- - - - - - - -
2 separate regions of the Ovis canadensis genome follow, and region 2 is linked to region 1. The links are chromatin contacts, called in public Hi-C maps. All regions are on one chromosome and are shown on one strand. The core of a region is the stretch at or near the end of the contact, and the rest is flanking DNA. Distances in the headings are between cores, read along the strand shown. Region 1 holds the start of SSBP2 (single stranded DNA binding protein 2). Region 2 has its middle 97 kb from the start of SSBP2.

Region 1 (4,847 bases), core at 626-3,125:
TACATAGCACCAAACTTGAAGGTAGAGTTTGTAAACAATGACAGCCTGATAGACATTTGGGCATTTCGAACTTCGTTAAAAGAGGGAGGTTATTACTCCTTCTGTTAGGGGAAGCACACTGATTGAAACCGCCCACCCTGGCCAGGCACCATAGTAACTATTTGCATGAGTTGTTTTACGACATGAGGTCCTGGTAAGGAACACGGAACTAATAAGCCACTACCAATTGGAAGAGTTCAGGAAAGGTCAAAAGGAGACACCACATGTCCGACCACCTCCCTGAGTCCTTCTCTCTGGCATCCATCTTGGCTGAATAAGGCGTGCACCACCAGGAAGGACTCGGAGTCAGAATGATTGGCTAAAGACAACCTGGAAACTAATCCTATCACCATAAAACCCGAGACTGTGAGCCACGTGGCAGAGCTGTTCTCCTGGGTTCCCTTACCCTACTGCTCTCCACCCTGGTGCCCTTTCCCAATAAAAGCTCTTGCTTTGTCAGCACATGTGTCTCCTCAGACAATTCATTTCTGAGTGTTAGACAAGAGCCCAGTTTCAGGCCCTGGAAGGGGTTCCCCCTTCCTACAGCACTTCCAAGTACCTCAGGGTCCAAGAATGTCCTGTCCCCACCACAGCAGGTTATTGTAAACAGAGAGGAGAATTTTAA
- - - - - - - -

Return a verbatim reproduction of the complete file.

2 separate regions of the Ovis canadensis genome follow, and region 2 is linked to region 1. The links are chromatin contacts, called in public Hi-C maps. All regions are on one chromosome and are shown on one strand. The core of a region is the stretch at or near the end of the contact, and the rest is flanking DNA. Distances in the headings are between cores, read along the strand shown. Region 1 holds the start of SSBP2 (single stranded DNA binding protein 2). Region 2 has its middle 97 kb from the start of SSBP2.

Region 1 (4,847 bases), core at 626-3,125:
TACATAGCACCAAACTTGAAGGTAGAGTTTGTAAACAATGACAGCCTGATAGACATTTGGGCATTTCGAACTTCGTTAAAAGAGGGAGGTTATTACTCCTTCTGTTAGGGGAAGCACACTGATTGAAACCGCCCACCCTGGCCAGGCACCATAGTAACTATTTGCATGAGTTGTTTTACGACATGAGGTCCTGGTAAGGAACACGGAACTAATAAGCCACTACCAATTGGAAGAGTTCAGGAAAGGTCAAAAGGAGACACCACATGTCCGACCACCTCCCTGAGTCCTTCTCTCTGGCATCCATCTTGGCTGAATAAGGCGTGCACCACCAGGAAGGACTCGGAGTCAGAATGATTGGCTAAAGACAACCTGGAAACTAATCCTATCACCATAAAACCCGAGACTGTGAGCCACGTGGCAGAGCTGTTCTCCTGGGTTCCCTTACCCTACTGCTCTCCACCCTGGTGCCCTTTCCCAATAAAAGCTCTTGCTTTGTCAGCACATGTGTCTCCTCAGACAATTCATTTCTGAGTGTTAGACAAGAGCCCAGTTTCAGGCCCTGGAAGGGGTTCCCCCTTCCTACAGCACTTCCAAGTACCTCAGGGTCCAAGAATGTCCTGTCCCCACCACAGCAGGTTATTGTAAACAGAGAGGAGAATTTTAA